Contracts as a fish bone
I was on a panel last week where we were discussing some of the findings from IACCM’s ‘Future of Contracting’ study. One of my co-panellists (the COO of a major insurance company) gave her observations and experiences, especially in the context of outsourcing.
She mentioned that her company, like most organizations, had allowed outsourcing to develop without strong central controls or coordination. While there were rigorous approval processes, individual deals and relationships were typically implemented by a project owner. Over time, it became evident that outsourcers were a key part of the business fabric; indeed, internal research revealed that a total of 153 outsource agreements had ‘emerged’ over the past 10 years.
This had led to realize that they needed a focus on how to make such relationships work better; how to ensure coordinated priorities; how to create an improved balance of rewards and penalties to generate the right behaviors. There were several revelations when it came to contracts and the contracting process:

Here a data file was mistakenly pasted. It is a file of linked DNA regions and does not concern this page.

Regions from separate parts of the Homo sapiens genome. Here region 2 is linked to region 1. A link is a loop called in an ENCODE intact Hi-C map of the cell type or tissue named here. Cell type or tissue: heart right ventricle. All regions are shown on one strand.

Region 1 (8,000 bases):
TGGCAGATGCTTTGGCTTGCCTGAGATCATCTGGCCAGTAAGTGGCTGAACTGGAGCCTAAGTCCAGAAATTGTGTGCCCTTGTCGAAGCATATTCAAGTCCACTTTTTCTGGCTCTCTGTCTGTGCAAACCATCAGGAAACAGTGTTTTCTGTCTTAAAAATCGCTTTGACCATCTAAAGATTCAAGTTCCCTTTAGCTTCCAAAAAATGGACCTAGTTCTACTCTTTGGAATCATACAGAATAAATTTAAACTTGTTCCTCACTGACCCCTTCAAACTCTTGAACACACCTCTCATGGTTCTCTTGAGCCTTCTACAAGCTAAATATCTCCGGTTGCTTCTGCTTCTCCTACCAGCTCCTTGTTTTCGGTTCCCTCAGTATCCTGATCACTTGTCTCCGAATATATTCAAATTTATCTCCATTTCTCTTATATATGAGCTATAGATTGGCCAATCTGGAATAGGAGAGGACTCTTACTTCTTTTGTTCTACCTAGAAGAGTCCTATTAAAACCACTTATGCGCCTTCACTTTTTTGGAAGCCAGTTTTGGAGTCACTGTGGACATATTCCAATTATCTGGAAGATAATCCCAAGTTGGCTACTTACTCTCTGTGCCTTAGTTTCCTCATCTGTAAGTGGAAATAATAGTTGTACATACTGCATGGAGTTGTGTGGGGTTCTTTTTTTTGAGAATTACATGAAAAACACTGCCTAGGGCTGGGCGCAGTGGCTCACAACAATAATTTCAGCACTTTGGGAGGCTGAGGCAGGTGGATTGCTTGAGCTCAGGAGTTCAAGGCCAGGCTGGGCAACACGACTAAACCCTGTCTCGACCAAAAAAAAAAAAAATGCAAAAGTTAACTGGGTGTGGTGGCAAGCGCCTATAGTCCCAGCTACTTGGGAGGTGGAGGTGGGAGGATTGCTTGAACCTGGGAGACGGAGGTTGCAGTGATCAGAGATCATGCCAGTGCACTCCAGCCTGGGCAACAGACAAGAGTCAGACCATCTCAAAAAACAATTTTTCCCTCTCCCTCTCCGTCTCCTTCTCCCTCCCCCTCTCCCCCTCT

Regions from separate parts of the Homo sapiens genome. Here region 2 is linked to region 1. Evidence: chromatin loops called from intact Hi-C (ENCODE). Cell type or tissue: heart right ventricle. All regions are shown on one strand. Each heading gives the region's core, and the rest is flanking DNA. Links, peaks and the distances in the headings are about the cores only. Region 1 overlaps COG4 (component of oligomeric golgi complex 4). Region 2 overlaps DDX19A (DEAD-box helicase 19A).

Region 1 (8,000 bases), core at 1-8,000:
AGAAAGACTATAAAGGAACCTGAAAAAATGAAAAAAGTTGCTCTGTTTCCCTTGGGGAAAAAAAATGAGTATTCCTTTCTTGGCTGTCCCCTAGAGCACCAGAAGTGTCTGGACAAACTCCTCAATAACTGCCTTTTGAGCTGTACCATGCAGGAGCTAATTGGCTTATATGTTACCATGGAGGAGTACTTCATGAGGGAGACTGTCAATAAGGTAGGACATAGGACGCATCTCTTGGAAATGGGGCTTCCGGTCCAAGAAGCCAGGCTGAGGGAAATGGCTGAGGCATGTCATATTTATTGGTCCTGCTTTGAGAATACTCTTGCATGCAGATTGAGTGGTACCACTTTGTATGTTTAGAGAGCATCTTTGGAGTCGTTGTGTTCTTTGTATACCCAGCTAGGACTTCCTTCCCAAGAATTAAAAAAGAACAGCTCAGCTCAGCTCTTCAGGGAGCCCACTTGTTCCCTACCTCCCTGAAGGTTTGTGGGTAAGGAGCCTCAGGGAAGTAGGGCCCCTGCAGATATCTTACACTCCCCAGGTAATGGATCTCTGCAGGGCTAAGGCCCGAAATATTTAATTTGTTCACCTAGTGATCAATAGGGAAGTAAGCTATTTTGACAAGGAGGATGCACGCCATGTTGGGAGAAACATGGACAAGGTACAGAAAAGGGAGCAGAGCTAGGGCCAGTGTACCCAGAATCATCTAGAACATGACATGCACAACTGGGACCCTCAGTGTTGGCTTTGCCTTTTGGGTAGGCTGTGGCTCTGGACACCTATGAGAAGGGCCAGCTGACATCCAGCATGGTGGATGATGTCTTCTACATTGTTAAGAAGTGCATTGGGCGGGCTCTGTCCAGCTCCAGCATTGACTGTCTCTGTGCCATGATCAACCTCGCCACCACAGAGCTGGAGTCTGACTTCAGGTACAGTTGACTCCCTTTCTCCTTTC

- Contract discussions must occur early in the process. This should be to ensure the right shape to the deal and also to validate needs and capabilities.
- ‘Storing away the contract is storing away problems’. Contracts must be living instruments of governance and relationship management.
- The contract is central to relationships and conversations. A failure to keep it updated causes renegotiation to be a major event that occurs when everyone has become unhappy.
In a fantastic analogy, mty fellow panellist described the contract as being ‘like the skeleton of a fish – it holds everything together and without it, the fish would simply flop around and go nowhere’.